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Points To Catch

  • When we fork in any process it simply creates a copy of the same process which we call child process
                    Parent          Child
    return          PID             0            

Fork returns 0 in the child process & PID of the child process in the parent process, which you can see in above example. returns -1 on failer.

  • ¬†Create copy of process including memory variables & stored value in it with its own address space

Example 1

#include <stdio.h>
#include <unistd.h>

int main(void)
{
        pid_t pid = fork();

        if( pid > 0 )
                printf("Parent Process: ParentPID = %d, ChildPID  = %d\n", getpid(), pid);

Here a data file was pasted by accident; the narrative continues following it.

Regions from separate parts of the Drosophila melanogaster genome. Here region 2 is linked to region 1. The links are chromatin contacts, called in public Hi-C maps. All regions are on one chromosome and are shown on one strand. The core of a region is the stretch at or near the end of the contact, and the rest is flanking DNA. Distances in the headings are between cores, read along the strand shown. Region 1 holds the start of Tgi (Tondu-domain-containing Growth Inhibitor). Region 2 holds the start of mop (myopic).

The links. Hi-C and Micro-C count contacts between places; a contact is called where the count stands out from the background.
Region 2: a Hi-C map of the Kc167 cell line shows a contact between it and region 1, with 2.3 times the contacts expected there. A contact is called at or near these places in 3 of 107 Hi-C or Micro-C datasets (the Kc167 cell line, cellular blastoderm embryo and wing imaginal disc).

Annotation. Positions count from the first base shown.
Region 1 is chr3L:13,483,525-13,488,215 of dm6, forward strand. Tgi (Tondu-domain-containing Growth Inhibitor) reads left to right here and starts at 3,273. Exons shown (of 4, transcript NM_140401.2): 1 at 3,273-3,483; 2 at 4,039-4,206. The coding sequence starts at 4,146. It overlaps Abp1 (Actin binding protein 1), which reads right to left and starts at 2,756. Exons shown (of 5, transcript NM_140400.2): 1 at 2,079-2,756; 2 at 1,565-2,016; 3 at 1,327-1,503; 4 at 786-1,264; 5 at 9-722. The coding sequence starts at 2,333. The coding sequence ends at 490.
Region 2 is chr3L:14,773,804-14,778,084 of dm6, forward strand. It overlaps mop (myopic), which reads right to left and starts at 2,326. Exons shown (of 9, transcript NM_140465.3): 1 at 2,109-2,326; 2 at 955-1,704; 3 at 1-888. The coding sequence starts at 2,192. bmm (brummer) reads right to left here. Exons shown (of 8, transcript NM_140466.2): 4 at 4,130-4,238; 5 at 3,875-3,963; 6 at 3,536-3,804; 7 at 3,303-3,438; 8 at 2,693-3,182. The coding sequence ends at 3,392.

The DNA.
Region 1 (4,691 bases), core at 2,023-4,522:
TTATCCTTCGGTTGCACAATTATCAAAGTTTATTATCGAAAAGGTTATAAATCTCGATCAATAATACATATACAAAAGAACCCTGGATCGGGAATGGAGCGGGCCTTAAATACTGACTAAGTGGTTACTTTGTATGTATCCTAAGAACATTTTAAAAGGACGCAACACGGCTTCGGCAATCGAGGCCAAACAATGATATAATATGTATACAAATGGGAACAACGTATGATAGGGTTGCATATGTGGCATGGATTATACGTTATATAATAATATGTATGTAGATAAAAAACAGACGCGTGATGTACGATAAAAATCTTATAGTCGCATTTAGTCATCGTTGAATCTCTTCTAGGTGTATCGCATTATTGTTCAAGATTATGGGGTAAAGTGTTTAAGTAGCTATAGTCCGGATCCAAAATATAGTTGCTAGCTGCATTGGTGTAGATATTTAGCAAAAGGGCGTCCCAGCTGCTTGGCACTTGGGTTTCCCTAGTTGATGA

else
                printf("Child  Process: ChildPID  = %d, ParentPID = %d\n", getpid(), pid);

        sleep(2);

        return 0;
}

Output

Parent Process: ParentPID = 2640, ChildPID  = 2641
Child  Process: ChildPID  = 2641, ParentPID = 0

Example 2

How many process this program create?

#include <unistd.h>

int main(void) {

        int i;

        for (i = 0; i < 3; i++) {
                if (fork() && (i == 1)) {
                        break;
                }
        }
}

Answer = 6

Explanation :

  • In Parent process(P), i = 0. we create 1 child process(C1), both entering the loop at i = 1. Total = 2 processes.
  • In Parent(P) & Child(C1) process, i = 1. Both of those processes fork & let say create C2 & C3, but none of them continue to iterate because of the if (fork() && (i == 1)) break; line. Total = 4 processes, but only two of those are continuing to loop.
  • In Child(C2) & Child(C3) process, i = 2. Both fork & let say create C4 & C5, resulting in 6 processes.
  • In Child(C4) & Child(C5) process, i = 3. Exit the loop (since i < 3 == false , there is no more looping)